A European Union decision next month to launch membership talks with Ukraine is "at risk" and there is no agreement in the bloc to grant Kyiv a further 50 billion euros ($54 bln) in aid, a senior official said on Friday.
The downbeat comments chime with increasing fatigue in Ukraine, which has been struggling to push back against a Russian invasion since February 2022, and a more gloomy mood setting in among Kyiv's Western backers as the war drags on.
From regular reassurances that the EU would stand by Ukraine "as long as it takes", the official said latest discussions in the bloc over further support to Kyiv were a "reality check".
"Leaders... were realizing it's quite expensive," said the official, who is involved in preparing a Dec.14-15 summit in Brussels of the EU 27 member states' national leaders. "How do we pay for this?"
A proposal by the bloc's executive European Commission to revise the bloc's long-term budget to assign another 50 billion euros for Ukraine through 2027 was criticized from several sides, said the official.
The official said a recent budget ruling by the German constitutional court further tightened the room for maneuver for the bloc's biggest financial contributor.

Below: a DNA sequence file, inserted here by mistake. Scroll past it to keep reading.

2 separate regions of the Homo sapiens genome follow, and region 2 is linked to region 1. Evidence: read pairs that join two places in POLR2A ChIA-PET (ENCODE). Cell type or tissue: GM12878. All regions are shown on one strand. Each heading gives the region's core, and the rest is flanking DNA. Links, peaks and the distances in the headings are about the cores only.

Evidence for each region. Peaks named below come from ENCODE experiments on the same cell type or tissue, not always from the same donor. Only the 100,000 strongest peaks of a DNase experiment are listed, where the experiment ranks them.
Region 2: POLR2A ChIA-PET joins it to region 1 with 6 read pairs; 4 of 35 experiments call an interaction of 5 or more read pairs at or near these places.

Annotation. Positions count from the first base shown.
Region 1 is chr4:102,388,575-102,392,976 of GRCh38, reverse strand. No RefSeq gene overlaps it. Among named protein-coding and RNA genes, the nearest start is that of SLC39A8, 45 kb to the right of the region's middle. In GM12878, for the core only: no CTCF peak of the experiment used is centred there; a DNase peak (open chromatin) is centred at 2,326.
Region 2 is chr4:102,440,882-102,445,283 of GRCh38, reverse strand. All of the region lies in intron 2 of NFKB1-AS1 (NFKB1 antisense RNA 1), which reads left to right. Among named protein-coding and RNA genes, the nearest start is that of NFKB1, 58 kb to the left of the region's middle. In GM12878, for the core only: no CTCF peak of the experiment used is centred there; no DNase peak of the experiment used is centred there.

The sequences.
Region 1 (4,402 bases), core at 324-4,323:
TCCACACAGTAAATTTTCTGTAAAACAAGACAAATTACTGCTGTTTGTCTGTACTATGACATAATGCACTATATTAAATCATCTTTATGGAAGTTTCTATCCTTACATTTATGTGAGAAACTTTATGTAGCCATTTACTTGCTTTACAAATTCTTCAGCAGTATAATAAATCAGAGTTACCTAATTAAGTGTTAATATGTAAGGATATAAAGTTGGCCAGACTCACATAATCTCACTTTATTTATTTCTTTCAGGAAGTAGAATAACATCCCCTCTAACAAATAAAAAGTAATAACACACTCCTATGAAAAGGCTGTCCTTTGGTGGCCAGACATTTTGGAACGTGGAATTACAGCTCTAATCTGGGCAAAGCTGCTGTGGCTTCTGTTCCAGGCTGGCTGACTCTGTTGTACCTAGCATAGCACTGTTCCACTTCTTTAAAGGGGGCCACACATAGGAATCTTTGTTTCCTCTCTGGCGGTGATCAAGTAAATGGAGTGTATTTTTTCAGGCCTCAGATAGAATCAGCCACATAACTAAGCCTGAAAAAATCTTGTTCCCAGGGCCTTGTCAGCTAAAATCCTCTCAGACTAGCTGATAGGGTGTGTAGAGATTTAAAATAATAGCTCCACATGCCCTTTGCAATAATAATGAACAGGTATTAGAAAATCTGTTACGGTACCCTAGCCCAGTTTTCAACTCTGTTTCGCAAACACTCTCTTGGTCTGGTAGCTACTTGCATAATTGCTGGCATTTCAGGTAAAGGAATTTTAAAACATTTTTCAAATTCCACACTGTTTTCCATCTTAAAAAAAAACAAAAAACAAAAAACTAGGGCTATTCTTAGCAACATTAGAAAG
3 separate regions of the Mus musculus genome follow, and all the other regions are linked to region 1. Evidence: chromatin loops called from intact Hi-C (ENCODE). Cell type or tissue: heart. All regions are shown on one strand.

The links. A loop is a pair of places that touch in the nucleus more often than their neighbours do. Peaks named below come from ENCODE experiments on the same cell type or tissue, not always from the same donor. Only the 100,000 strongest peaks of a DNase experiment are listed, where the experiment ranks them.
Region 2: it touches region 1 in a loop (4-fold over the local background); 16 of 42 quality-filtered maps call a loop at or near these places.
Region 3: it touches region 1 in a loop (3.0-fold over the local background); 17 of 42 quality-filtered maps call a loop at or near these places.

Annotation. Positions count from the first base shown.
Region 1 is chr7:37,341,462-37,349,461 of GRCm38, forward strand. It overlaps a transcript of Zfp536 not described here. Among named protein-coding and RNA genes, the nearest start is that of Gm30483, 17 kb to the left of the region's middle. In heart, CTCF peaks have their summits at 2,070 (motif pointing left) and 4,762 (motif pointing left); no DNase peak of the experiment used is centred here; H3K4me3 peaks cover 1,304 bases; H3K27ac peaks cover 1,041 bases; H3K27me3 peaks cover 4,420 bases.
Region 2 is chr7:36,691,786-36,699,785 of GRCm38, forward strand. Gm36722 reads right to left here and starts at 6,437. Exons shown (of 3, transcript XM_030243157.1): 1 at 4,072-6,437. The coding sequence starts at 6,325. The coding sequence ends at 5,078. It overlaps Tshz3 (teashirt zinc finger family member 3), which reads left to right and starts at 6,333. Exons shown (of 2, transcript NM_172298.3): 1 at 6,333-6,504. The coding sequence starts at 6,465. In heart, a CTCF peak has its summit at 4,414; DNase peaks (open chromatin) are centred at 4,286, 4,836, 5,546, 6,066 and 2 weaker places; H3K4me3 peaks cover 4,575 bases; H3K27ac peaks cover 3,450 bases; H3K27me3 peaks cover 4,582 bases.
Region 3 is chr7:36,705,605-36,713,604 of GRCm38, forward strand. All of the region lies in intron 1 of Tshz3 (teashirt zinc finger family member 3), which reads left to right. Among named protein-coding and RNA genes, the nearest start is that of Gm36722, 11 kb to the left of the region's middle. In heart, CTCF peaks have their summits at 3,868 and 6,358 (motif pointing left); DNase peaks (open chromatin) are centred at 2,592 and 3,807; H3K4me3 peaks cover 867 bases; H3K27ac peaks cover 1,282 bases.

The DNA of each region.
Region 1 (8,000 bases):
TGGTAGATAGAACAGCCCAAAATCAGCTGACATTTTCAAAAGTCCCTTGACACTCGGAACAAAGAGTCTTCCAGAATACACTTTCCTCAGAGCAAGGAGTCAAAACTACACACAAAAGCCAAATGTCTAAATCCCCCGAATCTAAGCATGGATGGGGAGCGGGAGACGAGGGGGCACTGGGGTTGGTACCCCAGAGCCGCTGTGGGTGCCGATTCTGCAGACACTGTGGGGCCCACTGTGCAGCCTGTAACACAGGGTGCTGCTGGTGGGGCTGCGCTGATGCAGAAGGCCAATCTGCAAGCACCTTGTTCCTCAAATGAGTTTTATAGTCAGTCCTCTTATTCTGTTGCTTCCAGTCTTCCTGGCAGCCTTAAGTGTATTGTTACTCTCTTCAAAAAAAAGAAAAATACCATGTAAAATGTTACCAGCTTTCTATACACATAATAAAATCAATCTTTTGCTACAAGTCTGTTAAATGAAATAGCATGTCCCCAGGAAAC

"We cannot allow Ukraine to go bankrupt, it's not an option for us. But it's not easy," said the official, who spoke on condition of anonymity to discuss talks between EU leaders held behind closed doors.
The person further cast doubt on EU starting formal membership talks with Ukraine, saying expectations for a decision at the same summit next month were "at risk".
The official quoted as one reason Hungary's resistance potentially obstructing the unanimity necessary for such a move.
The person also said some EU leaders proposed to return to the topic in March, 2024, after the next assessment promised by the executive European Commission of whether Ukraine met the remaining conditions.
While Hungary was openly calling for a new EU strategy on Russia's war in Ukraine, the official said others in the bloc were also increasingly asking questions about the future of the war following failed hopes for Ukraine's counteroffensive.
"Maybe we have had too high expectations," said the official. "Will we continue to support Ukraine financially, military? Do we have the means to do this? Are we sure that the US will be following us over the coming years?"
"It's not that people have been calling for peace. Individual members have said very clearly that we at some point need an end to this. The consensus is to continue to provide support to Ukraine, but some of those questions are coming."